Microsoft has another next-gen console up its sleeve in the form of the Xbox Series S, which has gone under the Lockhart codename in recent leaks and rumors. While the Xbox Series X will have the limelight, the Xbox Series S is a cheaper, all-digital alternative for people who are perhaps not keen on dropping some $500 on a dedicated gaming machine.
- PS5 vs Xbox Series X: Which console is for you?
- All the Xbox Series X games we know about so far
- Plus: Xbox Series X leak just revealed an unbelievable price
• Xbox Series S release date: November 10
• Xbox Series S price: $299 , £249
• Xbox Series S specs: AMD CPU and GPU, 512GB SSD
• Key features: 1440p gaming at 120fps, ray-tracing, all-digital console
• Other features: Variable refresh rate, 4K upscaling and media playback
After a major leak, which revealed the design and price of the Xbox Series S, Microsoft had no choice but to make the console official. And it finally took the covers off the second next-gen Xbox on September 8.
Xbox Series S latest news and leaks (update Sept. 11)
- See how the Xbox Series S stacks up against the Xbox Series S in this real-world video of dummy units side-by-side.
- The Xbox Series S is finally official and it'll cost $299, making it one of the cheapest and smallest Xbox consoles ever.
👀 Let’s make it official! Xbox Series S | Next-gen performance in the ˢᵐᵃˡˡᵉˢᵗ Xbox ever. $299 (ERP). Looking forward to sharing more! Soon. Promise. pic.twitter.com/8wIEpLPVEqSeptember 8, 2020
Xbox Series S price and preorders
Microsoft has finally revealed the price of the Xbox Series S and it'll be $299 in the U.S. and £250 in the U.K.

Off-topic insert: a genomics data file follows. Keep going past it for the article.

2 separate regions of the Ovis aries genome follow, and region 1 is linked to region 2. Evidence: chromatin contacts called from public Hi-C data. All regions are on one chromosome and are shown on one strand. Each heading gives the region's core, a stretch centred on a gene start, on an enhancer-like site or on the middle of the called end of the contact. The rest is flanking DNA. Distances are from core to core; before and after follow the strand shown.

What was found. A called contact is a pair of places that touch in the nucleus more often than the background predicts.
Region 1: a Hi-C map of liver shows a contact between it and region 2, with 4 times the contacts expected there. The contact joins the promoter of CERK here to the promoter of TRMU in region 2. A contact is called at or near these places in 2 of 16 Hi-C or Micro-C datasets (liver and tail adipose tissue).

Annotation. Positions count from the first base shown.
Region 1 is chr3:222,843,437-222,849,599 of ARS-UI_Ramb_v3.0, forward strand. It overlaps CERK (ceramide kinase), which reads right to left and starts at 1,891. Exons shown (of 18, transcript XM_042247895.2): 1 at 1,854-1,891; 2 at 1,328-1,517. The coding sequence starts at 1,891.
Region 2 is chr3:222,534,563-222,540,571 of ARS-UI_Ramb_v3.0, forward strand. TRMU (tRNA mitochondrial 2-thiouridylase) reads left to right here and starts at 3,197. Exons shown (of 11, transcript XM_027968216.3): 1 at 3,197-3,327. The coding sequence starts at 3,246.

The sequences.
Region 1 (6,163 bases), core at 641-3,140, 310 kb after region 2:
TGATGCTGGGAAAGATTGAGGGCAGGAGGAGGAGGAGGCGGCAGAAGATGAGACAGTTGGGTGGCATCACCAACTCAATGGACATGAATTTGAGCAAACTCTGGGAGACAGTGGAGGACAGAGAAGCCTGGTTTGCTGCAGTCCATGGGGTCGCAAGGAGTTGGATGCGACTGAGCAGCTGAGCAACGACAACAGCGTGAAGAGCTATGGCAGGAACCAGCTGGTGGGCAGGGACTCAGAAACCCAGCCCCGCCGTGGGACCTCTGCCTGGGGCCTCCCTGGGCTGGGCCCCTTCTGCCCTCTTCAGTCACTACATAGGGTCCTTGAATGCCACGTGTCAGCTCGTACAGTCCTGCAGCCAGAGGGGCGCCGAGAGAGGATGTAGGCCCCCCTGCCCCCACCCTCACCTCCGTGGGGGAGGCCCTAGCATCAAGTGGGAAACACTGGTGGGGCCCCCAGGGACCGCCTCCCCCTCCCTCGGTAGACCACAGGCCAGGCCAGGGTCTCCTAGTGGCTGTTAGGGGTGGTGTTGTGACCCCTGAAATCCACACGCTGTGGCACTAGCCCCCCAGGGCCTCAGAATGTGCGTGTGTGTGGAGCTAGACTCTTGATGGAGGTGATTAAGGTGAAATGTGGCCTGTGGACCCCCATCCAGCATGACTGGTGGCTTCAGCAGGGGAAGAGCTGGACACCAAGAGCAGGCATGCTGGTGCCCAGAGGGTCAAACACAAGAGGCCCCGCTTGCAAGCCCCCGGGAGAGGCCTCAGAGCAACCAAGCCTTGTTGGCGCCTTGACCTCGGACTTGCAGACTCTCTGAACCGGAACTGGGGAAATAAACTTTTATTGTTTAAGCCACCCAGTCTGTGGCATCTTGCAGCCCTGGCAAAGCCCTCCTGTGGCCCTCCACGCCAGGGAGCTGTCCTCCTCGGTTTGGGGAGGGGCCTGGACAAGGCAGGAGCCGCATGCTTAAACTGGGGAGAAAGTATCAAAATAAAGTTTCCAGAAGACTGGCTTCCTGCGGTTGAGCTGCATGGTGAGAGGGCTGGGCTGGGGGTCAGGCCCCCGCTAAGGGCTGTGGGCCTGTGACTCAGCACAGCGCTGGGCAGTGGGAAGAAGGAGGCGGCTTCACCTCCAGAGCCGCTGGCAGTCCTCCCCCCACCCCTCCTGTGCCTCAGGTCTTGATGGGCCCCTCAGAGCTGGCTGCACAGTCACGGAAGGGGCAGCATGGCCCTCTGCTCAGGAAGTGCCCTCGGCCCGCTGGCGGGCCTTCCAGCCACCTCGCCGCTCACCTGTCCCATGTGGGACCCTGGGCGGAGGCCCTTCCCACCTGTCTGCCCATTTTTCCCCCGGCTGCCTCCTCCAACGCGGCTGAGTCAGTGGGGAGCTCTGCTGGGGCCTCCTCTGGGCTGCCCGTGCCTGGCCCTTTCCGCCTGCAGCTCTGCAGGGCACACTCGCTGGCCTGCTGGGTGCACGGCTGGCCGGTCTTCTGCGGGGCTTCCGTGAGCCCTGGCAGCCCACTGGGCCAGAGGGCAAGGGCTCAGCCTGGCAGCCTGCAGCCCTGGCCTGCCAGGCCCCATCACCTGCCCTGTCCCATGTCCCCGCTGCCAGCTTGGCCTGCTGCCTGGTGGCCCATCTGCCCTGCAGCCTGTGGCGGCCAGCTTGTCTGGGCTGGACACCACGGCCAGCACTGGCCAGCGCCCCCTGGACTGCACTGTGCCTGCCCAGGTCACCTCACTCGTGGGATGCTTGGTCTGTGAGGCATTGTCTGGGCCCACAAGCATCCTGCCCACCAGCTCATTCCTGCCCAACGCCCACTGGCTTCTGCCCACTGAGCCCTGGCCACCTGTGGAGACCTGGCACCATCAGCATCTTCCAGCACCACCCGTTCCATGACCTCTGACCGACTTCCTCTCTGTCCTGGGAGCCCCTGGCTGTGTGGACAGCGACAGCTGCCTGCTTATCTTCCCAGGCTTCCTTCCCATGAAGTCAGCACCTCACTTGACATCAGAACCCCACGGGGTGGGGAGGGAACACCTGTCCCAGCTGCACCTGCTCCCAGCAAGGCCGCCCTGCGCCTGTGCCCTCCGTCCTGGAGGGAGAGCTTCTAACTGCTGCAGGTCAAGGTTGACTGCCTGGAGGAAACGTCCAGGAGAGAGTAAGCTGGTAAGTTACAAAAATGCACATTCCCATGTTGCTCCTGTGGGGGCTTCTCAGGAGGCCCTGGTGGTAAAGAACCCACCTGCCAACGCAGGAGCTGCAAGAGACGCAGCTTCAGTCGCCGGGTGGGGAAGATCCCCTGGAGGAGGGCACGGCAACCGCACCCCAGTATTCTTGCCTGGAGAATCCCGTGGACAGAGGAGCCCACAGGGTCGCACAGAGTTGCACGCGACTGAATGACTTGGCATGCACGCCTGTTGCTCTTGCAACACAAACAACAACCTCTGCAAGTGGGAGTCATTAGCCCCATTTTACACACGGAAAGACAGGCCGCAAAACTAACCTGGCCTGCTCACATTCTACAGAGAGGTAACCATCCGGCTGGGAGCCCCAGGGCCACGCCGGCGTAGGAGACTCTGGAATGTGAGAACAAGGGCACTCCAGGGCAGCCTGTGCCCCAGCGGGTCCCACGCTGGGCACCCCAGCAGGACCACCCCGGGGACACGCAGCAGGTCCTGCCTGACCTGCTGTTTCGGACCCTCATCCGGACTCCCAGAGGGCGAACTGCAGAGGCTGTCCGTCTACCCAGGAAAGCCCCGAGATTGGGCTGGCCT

That makes is far cheaper than the PS5 or Xbox Series X are expected to; both will sit around the $500 mark.
And it can also be had for a mere $25 a month through Xbox All Access. This is the Microsoft's subscription-style system that lets you use a console without having to buy it outright, as well as give you access to Xbox Game Pass.
Rather irritatingly, Microsoft hasn't revealed any preorder details for the Xbox Series S. We'd expect preorders to go live sooner than later, but there's no solid information from Microsoft yet.
Xbox Series S release date
The Xbox Series S will launch on November 10, as confirmed by the official announcement video below:
Xbox Series S🎮 All-digital next-gen console 🏃 Faster load times📈 Higher frame rates🌎 Richer, more dynamic worlds🔥 Next generation gaming performance 🔎 In our smallest Xbox ever#PowerYourDreams pic.twitter.com/5GxCBiSVtOSeptember 8, 2020
Xbox Series S specs
Microsoft hasn't revealed any specs for the Xbox Series X, but a leaker going by the name of WalkingCat on Twitter has spilled them.
The leaker found the details in a leaked trailer for the Xbox Series X. While there was no confirmation on whether the Xbox Series S will have 4 teraflops as rumors have previously hinted at, other specs and capabilities were revealed.
The most interesting bit is the Xbox Series S will be able to run games up the 1440p resolution at 120fps. That's quite impressive for a $299 console that's expected to be less powerful than an Xbox One X.
It will also deliver variable rate shading and a variable refresh rate, handy for people with TVs that support refresh rates beyond 60Hz. And it should even deliver ray-tracing, though this appears to be a software-enabled take on the rendering, using DirectX rather than custom dedicated hardware; the same could be true of the Xbox Series X.
4K media streaming and upscaling for games is also on the cards, which is another neat feature.
One slightly disappointing spec is the Xbox Series S is set to have a 512GB SSD. Given that modern games can be tens of gigabytes in size, we'd be concerned that such an SSD would fill up very quickly. We'd really want a 1TB of storage space.